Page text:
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Abstract: FR-PO940

Plasma Circulating Factors in Recurrent Nephrotic Syndrome Increases Podocyte Motility via Signalling Pathways That Mimic PAR-1 Activation

Session Information

Category: Glomerular Diseases

  • 1204 Podocyte Biology


  • Chesor, Musleeha, University of Bristol, Bristol, United Kingdom
  • May, Carl J., University of Bristol, Bristol, United Kingdom
  • Hayes, Bryony, University of Bristol, Bristol, United Kingdom
  • Welsh, Gavin Iain, University of Bristol, Bristol, United Kingdom
  • Saleem, Moin, University of Bristol, Bristol, United Kingdom

Post-transplantation recurrence steroid resistant nephrotic syndrome (SRNS) is thought to be due to the presence of an unknown “circulating factor” the identity of which has so far remained elusive. Our previous work suggests that an unknown circulating protease in recurrent SRNS plasma signals to podocytes through protease activated receptor-1 (PAR-1), a G-protein-coupled-receptor and alters the actin cytoskeleton leading to increased podocyte motility via phosphorylation of vasodilator-stimulated phosphoprotein (VASP) a known actin cytoskeleton regulator. We have now further elaborated this signalling pathway in podocytes with the hypothesis that the circulating factor(s) in FSGS relapse plasma will initiate specific signalling pathways via PAR-1 receptor to the podocyte cytoskeleton and this consequently leads to increased podocyte motility and proteinuria.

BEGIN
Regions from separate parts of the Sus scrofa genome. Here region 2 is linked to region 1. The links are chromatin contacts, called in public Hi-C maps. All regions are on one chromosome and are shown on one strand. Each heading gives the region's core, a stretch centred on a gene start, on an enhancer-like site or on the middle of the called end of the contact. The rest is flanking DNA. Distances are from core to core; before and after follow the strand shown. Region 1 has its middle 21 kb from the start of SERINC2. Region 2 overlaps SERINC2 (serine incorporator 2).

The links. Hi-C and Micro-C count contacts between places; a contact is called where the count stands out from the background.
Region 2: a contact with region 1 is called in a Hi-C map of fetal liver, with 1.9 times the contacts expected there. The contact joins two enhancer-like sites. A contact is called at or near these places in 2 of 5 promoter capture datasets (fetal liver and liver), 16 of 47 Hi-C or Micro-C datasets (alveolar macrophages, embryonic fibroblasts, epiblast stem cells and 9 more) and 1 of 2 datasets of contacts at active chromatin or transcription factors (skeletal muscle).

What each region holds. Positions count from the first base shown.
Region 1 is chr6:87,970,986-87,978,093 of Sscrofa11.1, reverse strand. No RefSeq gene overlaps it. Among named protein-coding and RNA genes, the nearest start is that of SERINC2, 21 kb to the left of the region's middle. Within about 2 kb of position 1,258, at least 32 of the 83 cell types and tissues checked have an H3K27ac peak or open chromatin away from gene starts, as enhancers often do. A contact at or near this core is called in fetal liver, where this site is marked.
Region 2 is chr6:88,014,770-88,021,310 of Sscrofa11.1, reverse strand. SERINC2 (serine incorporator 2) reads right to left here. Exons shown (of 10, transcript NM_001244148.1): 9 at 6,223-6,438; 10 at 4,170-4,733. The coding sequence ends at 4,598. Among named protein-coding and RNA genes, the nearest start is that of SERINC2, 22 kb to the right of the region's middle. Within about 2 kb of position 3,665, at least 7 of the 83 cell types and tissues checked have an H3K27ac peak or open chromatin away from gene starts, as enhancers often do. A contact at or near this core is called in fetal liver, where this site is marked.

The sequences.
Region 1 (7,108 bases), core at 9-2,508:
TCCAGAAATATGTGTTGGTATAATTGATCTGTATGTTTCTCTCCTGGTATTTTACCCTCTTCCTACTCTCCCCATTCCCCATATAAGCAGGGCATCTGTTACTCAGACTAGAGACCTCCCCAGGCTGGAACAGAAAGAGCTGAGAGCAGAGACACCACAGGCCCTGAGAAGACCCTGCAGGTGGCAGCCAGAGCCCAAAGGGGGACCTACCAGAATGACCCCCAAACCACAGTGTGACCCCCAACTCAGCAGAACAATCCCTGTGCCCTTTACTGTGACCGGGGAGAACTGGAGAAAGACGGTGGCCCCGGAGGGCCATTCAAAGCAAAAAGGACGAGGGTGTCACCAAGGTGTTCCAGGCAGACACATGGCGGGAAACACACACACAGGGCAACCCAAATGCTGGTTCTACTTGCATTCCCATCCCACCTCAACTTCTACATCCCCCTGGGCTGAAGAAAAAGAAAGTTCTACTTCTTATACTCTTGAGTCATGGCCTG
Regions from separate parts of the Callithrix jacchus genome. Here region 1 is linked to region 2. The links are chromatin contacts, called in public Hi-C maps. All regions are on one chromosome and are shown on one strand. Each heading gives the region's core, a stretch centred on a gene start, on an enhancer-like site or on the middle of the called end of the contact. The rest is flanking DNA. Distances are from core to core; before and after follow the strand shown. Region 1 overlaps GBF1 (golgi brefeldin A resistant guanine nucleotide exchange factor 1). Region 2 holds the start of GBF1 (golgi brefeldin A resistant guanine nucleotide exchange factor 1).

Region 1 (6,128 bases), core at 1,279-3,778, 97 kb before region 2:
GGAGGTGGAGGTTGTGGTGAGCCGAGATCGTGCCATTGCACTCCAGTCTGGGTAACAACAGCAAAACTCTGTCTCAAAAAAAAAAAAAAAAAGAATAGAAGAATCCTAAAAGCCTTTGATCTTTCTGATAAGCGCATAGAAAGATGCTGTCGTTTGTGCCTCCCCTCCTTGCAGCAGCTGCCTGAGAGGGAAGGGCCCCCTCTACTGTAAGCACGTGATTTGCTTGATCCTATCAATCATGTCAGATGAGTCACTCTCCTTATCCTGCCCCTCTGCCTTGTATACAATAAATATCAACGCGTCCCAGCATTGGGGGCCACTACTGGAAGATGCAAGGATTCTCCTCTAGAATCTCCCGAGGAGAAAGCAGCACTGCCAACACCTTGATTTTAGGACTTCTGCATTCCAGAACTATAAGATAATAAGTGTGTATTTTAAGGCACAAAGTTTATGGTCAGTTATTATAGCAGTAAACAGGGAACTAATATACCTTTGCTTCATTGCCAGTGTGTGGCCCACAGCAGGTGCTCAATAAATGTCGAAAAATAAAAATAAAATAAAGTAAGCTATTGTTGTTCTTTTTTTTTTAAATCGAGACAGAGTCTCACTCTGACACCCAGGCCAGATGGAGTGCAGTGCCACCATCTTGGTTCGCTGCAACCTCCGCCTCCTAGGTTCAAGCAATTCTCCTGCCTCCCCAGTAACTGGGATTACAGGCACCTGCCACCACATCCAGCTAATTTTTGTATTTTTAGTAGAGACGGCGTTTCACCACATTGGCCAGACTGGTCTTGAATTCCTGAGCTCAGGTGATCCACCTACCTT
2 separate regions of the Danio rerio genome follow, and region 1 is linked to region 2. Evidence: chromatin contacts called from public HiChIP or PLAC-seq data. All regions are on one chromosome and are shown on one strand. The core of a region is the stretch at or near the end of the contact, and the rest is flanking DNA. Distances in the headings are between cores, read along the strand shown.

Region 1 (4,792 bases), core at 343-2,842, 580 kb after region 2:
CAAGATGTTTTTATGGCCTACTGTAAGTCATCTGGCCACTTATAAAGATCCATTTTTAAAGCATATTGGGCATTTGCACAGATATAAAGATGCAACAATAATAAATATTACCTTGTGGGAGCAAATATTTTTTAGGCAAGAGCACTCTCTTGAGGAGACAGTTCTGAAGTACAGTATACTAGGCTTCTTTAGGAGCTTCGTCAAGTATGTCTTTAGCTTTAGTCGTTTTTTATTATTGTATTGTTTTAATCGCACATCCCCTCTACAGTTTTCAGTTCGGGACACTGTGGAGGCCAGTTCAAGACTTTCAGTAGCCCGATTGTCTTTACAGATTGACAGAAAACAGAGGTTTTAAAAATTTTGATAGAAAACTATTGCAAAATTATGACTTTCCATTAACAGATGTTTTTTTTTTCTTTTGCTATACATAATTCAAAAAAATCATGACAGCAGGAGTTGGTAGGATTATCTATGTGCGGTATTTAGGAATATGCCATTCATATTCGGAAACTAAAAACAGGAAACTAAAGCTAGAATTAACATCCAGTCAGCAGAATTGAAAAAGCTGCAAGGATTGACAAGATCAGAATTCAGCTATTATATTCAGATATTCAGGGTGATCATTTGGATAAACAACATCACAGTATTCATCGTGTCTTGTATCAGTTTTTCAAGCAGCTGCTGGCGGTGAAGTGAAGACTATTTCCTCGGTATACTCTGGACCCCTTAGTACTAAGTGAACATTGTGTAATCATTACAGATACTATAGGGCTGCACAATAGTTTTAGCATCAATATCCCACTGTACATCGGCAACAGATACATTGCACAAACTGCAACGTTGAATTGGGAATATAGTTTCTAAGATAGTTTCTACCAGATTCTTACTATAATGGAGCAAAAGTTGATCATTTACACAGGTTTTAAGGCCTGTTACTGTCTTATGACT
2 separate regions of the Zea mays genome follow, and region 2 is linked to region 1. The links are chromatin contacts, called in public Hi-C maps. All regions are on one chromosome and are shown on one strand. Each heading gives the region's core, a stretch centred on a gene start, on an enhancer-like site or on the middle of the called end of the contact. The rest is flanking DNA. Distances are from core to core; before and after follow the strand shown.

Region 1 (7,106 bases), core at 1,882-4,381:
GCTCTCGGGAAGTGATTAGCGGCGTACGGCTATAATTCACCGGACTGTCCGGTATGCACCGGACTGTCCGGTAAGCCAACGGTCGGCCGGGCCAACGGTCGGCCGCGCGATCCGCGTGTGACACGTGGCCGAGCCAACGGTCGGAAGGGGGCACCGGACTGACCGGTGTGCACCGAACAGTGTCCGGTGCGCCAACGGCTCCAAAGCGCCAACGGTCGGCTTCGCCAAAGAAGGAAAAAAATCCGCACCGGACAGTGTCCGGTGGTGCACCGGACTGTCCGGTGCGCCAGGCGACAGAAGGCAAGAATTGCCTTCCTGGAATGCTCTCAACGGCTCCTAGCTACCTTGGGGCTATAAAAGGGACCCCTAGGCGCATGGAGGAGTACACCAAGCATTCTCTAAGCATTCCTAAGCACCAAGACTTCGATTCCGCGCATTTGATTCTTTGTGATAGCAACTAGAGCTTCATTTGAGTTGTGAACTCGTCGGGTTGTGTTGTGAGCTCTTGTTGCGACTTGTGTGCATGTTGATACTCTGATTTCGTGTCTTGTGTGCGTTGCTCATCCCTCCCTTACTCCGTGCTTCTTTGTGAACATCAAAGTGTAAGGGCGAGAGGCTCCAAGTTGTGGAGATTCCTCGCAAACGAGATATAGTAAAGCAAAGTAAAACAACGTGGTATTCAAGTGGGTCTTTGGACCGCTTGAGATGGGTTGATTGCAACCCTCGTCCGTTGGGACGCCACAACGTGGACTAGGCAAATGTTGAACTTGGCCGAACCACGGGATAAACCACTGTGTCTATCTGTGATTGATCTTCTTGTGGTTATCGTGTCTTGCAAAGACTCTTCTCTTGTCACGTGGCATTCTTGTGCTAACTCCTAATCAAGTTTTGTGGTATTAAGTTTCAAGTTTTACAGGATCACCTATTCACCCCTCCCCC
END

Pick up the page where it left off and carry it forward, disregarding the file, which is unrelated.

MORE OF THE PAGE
Conditionally immortalised human podocytes (ciPods) were treated with 1) PAR-1 agonist; 2) Relapse and paired-remission plasma from FSGS patients, along with three different PAR-1 inhibitors, Vorapaxar, SCH 79797, and FR17113. A scratch assay was performed to determine the motility of ciPods after treatment with FSGS plasma. A mouse model of podocyte specific constitutively active PAR-1 was generated.


We found that PAR-1 agonist and patient relapse disease plasma but not remission plasma from the same patient induced phosphorylation of VASP and JNK, a member of the mitogen-activated protein kinases (MAPK) superfamily in human podocytes, and increased motility compared to relevant controls. These changes were blocked by co-incubation of cells with certain PAR-1 inhibitors. These three PAR-1 inhibitors demonstrate distinct antagonistic properties and among 3 inhibitors, only FR17113 was effective, suggesting a non-canonical agonism of PAR-1 by disease plasma. The PAR1active mouse developed FSGS and upregulation of VASP, MAPK and JNK in podocytes by D8.


We reveal a consistent signalling pathway in ‘circulating factor’ SRNS that leads to increased podocyte motility and proteinuria and suggests direct therapeutic targets.


  • Government Support - Non-U.S.